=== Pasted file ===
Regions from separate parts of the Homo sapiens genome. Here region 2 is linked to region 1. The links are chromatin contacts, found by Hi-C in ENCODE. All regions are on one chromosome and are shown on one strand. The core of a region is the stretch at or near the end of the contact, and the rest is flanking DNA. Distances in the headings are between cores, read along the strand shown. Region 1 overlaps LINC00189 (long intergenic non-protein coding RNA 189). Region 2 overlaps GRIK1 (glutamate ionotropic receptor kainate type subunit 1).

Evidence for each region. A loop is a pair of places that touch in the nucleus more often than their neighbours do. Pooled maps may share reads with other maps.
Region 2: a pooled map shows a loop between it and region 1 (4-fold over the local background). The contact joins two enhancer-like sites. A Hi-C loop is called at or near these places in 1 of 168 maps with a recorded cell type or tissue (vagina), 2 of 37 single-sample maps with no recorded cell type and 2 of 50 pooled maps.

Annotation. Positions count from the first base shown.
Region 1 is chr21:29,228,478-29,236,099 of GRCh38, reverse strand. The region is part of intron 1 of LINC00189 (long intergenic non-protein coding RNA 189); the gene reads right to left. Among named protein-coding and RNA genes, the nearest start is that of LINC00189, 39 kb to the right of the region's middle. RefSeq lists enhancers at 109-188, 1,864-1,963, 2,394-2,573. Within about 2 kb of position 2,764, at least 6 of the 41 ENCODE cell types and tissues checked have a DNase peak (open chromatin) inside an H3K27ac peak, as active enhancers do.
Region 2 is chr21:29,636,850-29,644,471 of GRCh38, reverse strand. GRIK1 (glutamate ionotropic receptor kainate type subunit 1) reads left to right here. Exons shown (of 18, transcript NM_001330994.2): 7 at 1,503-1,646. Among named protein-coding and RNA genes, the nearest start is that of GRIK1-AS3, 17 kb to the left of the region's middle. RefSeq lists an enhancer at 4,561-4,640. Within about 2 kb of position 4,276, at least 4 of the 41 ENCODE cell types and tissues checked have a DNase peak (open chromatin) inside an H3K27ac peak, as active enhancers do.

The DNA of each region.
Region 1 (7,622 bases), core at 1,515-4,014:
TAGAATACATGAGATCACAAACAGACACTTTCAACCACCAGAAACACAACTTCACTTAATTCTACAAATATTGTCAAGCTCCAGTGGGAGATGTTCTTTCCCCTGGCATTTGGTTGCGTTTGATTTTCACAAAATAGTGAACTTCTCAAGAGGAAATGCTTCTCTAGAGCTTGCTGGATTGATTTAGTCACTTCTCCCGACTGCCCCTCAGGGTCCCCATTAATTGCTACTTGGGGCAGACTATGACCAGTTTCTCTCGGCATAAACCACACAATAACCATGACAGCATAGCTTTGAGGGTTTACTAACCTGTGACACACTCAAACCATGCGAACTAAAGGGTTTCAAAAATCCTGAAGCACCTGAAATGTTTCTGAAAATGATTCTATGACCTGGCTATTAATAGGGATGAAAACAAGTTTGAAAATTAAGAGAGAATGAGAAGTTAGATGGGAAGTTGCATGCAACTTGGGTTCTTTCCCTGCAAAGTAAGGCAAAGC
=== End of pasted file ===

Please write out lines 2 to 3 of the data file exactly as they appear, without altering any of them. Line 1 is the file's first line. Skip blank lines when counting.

Evidence for each region. A loop is a pair of places that touch in the nucleus more often than their neighbours do. Pooled maps may share reads with other maps.
Region 2: a pooled map shows a loop between it and region 1 (4-fold over the local background). The contact joins two enhancer-like sites. A Hi-C loop is called at or near these places in 1 of 168 maps with a recorded cell type or tissue (vagina), 2 of 37 single-sample maps with no recorded cell type and 2 of 50 pooled maps.